This review considered whether a class of medications called aromatase inhibitors could increase adult height in male children and adolescents.
Aromatase inhibitors are an orally available medicine used to prevent conversion of the male hormone, testosterone, to oestrogen. In both sexes, oestrogen causes closure of the growth plates (areas produce new bone growth and so lengthen bones) in long bones (e.g. thigh bone) when growth is complete at the end of puberty. Blocking this conversion in boys reduces oestrogen levels and can prolong the period of growth, and theoretically increase adult height. Oestrogen is important for female pubertal development, and thus, aromatase inhibitors are not suitable for use in teenage girls. Aromatase inhibitors are currently not approved to treat short stature but are rather used as an 'off-label' medicine (i.e. they are licensed to treat other illnesses).
We searched scientific databases for clinical trials comparing an aromatase inhibitor with placebo or no treatment. We identified four trials (involving 207 male participants) that met inclusion criteria. In one trial, participants received co-treatment with growth hormone (a hormone that causes growth) and, in another trial, participants had six months' co-treatment with testosterone. Underlying diagnoses of study participants included short stature of unknown cause, delayed puberty, or lack of growth hormone. Due to differing study designs, only descriptions of individual trials were available and there were no opportunities for combining the trial results.
Short-term growth outcomes such as predicted adult height (there is currently no proven way to predict a child's adult height accurately, several formulas are used to provide a reasonable guess for child growth) improved in all trials. However, only one trial reported final adult height data, and demonstrated no relevant difference. There was concern that final adult height data were not published for the other studies. Aromatase inhibitors were generally well tolerated and no participants withdrew from the trials because of side effects. However, only one publication reported detailed information regarding side effects. There were concerns regarding the rate of abnormalities in the spine of 45% of young boys who were treated before entering puberty. None of the trials provided information on overall health-related quality of life or costs.
Quality of the evidence
We considered the overall quality of the evidence of the included trials as low or moderate, mainly because of the small number of trials and participants. There remain concerns regarding non-publication of final height data.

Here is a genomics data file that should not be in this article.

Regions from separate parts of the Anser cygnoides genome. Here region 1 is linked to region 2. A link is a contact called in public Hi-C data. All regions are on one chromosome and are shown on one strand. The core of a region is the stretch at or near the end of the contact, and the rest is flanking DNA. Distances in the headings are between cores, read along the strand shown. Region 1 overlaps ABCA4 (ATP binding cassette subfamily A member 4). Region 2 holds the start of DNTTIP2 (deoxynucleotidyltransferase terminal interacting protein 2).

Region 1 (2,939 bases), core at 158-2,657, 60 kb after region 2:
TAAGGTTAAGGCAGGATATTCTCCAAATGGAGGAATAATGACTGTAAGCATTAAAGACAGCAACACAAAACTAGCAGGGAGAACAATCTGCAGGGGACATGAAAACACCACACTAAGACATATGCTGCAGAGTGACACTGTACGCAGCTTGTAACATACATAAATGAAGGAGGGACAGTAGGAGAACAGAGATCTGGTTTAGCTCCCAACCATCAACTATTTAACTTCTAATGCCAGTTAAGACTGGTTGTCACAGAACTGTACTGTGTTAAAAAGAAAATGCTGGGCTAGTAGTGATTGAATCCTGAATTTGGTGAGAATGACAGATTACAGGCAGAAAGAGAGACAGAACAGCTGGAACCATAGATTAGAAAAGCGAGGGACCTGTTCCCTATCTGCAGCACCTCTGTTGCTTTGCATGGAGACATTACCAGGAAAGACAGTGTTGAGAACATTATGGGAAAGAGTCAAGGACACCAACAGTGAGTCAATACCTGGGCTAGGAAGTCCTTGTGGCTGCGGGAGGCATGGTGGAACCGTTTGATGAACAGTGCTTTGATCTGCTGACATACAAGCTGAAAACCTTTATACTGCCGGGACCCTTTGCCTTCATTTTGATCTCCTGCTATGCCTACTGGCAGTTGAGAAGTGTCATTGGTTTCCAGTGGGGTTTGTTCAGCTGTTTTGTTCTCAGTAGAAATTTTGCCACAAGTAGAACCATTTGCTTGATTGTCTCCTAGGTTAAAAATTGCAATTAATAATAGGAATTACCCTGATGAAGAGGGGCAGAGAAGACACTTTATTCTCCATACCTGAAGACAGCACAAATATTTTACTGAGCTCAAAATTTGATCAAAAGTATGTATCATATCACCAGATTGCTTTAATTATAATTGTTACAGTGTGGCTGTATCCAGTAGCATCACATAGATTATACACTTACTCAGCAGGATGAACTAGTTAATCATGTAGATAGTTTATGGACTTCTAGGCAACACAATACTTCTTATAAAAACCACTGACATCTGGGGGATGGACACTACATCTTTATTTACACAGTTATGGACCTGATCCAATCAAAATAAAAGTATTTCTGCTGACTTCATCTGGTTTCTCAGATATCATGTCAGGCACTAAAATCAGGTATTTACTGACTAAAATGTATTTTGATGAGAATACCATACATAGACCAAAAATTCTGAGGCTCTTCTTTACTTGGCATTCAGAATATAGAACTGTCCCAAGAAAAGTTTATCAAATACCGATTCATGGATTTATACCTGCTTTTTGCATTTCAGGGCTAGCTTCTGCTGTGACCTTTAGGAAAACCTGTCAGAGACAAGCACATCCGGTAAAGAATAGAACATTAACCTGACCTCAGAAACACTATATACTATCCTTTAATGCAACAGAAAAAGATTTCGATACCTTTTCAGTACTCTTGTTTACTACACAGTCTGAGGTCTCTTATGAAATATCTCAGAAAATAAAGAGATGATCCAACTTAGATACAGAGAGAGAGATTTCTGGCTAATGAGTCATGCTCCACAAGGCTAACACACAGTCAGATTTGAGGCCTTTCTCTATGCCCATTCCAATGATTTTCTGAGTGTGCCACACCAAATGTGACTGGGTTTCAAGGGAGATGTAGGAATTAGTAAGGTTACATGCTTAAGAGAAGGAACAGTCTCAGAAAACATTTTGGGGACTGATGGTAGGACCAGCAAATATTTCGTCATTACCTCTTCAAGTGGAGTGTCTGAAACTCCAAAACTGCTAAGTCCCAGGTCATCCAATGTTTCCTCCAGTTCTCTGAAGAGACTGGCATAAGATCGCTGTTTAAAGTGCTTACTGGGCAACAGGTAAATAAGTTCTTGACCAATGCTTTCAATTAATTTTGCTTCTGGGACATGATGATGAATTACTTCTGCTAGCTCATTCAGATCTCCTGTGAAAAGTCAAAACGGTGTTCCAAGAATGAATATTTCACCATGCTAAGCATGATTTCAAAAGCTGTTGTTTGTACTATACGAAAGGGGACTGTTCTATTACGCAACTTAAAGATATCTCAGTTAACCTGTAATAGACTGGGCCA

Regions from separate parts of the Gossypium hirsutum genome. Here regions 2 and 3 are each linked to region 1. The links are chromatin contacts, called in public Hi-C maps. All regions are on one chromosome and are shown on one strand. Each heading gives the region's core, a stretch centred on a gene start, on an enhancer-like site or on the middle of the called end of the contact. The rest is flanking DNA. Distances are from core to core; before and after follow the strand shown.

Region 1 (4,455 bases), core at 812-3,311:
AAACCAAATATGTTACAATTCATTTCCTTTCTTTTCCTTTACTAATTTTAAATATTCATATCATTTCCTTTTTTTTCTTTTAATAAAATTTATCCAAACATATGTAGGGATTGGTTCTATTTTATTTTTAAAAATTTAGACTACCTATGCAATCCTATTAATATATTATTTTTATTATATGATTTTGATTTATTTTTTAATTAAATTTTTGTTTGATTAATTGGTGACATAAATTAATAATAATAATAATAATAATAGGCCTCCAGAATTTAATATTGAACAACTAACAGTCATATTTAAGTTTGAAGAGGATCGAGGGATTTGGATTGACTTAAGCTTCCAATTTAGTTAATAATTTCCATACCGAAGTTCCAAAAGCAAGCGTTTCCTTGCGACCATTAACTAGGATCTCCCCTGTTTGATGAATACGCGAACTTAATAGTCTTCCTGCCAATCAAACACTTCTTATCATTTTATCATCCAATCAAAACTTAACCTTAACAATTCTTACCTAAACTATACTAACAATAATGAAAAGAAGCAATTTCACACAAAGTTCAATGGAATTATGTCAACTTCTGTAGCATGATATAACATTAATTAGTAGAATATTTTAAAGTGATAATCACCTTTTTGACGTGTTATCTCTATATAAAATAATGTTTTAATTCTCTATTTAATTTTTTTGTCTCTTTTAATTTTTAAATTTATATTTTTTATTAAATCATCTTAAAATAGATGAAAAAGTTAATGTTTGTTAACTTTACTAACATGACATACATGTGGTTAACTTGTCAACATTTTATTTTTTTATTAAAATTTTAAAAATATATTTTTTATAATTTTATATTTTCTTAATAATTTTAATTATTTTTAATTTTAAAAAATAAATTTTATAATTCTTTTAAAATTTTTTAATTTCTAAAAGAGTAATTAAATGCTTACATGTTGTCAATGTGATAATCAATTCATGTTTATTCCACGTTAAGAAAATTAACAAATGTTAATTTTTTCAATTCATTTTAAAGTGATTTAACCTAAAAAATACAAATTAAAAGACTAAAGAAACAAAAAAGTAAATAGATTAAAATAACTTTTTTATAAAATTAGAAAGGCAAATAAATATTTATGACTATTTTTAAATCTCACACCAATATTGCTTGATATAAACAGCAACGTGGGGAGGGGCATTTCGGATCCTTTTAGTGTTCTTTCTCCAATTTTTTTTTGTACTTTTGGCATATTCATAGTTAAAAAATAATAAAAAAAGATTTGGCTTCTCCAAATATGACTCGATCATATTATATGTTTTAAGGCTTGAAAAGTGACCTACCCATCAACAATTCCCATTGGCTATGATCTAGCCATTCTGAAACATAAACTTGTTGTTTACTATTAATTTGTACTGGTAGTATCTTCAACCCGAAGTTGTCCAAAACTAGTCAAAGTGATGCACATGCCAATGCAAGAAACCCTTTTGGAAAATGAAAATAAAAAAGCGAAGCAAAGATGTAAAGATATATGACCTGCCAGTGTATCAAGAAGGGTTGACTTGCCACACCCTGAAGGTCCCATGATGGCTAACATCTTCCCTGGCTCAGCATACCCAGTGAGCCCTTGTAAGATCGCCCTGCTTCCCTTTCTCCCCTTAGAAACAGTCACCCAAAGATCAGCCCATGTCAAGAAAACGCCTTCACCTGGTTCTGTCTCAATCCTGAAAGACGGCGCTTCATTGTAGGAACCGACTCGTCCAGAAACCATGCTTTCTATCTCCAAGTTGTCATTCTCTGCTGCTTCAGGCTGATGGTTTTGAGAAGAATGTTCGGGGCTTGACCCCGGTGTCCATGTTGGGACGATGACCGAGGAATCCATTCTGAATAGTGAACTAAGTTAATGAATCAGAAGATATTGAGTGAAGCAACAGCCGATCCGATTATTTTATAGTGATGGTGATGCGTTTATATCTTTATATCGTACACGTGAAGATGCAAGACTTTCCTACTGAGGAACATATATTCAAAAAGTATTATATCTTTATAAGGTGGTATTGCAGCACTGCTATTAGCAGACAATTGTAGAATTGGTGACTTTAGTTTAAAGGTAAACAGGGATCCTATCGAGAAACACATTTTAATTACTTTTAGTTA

Status of the evidence
This evidence is up to date as of August 2014.
Available evidence suggested that aromatase inhibitors improved short-term growth outcomes. There was no evidence to support an increase in final adult height, based on limited data, with only one of four trials publishing final height data under non-randomised conditions.
As a result of the essential role of oestrogens in epiphyseal closure, aromatase inhibitors have been trialled as an intervention to improve height outcomes in male children and adolescents by inhibiting the conversion of testosterone to oestradiol.
To assess the effects of aromatase inhibitors in male children and adolescents with short stature.
To identify relevant trials, we searched the Cochrane Library (2014, Issue 7), MEDLINE, EMBASE, and the World Health Organization (WHO) ICTRP trial register from their inception until August 2014. In addition, we conducted citation searches and screened reference lists of included trials.
We included randomised controlled trials (RCTs) if they compared use of an aromatase inhibitor with placebo in male children and adolescents with short stature.
Two authors independently screened titles and abstracts for relevance. Both authors carried out screening for inclusion, data extraction, and risk of bias assessment, with any disagreements resolved following discussion. We assessed trials for quality of evidence using the Grading of Recommendations Assessment, Development and Evaluation (GRADE) instrument. We contacted study authors regarding missing information. Primary outcomes were final or near-final height, adverse events, and health-related quality of life. Secondary outcomes included all-cause mortality, cognitive outcomes, socioeconomic effects, laboratory measures, short-term growth parameters, and assessment of effects on bone health. Meta-analysis was not appropriate due to the substantial clinical heterogeneity between trials; we presented the findings of the review in narrative format.
We included four RCTs involving 207 participants (84 on interventions) in the review. Trials included males with constitutional delay of growth and puberty (CDGP), idiopathic short stature (ISS), and growth hormone (GH) deficiency. Three of the trials had an overall low or unclear risk of bias for primary outcomes. Short-term growth outcomes, such as predicted adult height, improved in all trials. Just one trial reported the primary outcome of final and near-final height as an extension under non-randomised conditions. None of the trials assessed health-related quality of life. One publication provided detailed information regarding the incidence of adverse events. A significant proportion (45%) of prepubertal boys with ISS treated with letrozole developed mild morphological abnormalities of their vertebrae, compared with none in the placebo group.